The Power of Design: Indoctrination of Class and Domestic Ideals in William Morris's Kelmscott Chaucer 公开

Cortner, Sierra Briana (2017)

Permanent URL: https://etd.library.emory.edu/concern/etds/ms35t951p?locale=zh
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Abstract

This thesis considers the Kelmscott Chaucer, or William Morris and Sir Edward Coley Burne-Jones's presentation of Geoffrey Chaucer's The Canterbury Tales, as a physical object. For this project, I acknowledge Burne-Jones's statement in a letter to author Charles Eliot Norton where he describes the book as a "pocket cathedral." Hence, I analyze the Kelmscott Chaucer's architectural functions like use (utilitas), layout / materials (firmitas), and artistry (venustas) to understand the book's physicality. This physical presentation of Chaucer's text exists as a luxury product (utilitas) only afforded by the burgeoning middle-class since the materials sourced for its production (firmitas) increased costs. Addressing this simile helps us understand the Kelmscott Chaucer's role as a cultural product of the Victorian Industrial Revolution and the significance of its individual contributors. Furthermore, I claim that, like a cathedral, the Kelmscott Chaucer indoctrinates its viewers.

In Annie Davis's dissertation for Baylor University "The Kelmscott Chaucer: William Morris's Quest for the Medieval Reader," she argues that "Morris's work anticipates the detachment of the work of art, and the viewer, from its authentic presence, or 'aura'" (Davis 1). However, in my assertion of the architecture claim, this product cannot be disjointed from the work of art (venustas), or Morris's ornamentations and Burne-Jones's illustrations. Thus, after stressing the significance of the venustas, I argue that the book indoctrinates ideas of class and domestic stability. With these architectural elements in mind, I stress that the Kelmscott Chaucer, with its woodcut interpretations of Chaucer's text, creates comforting imagery for the burgeoning middle-class affected by the social complexities that their nouveau niche perpetuated. In total, these illustrations utilize Chaucer's text to glorify knighthood and home in on the traditional roles of women within the private sphere. I arrive at this conclusion in three chapters, the first which offers insight into the consumption of this product while the latter two analyze the illustrations of "The Knight's Tale" and "The Wife of Bath's Tale." Altogether, they show how the Kelmscott Press morphed Chaucer's text from estate satire into a physical entity that inculcated the ideas of class distinction and separate spheres.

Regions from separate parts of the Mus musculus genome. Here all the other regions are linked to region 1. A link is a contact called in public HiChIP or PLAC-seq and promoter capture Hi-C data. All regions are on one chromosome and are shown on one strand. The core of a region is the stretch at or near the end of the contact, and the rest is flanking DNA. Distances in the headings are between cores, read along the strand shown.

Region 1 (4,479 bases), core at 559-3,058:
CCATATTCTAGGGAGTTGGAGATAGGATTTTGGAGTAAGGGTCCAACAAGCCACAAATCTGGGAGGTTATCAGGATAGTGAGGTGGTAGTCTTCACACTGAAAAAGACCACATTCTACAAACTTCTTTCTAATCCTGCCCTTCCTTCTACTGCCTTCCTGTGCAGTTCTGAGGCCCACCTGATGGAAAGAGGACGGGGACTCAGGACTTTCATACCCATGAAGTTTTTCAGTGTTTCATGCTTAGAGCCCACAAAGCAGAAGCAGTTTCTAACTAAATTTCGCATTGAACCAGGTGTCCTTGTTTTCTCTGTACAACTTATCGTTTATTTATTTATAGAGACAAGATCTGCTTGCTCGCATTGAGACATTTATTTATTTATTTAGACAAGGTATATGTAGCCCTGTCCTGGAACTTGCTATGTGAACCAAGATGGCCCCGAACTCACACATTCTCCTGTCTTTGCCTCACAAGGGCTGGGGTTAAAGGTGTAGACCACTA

Table of Contents

List of Images.........................................................................................................1

Introduction............................................................................................................2

Chapter One: Consumption of Victorian Illustrated Books..............................................21

Chapter Two: Analysis of "The General Prologue" and "The Knight's Tale".......................39

Chapter Three: Analysis of "The Wife of Bath's Prologue" and "The Wife of Bath's Tale"....62

Conclusion.............................................................................................................79

Bibliography..........................................................................................................81

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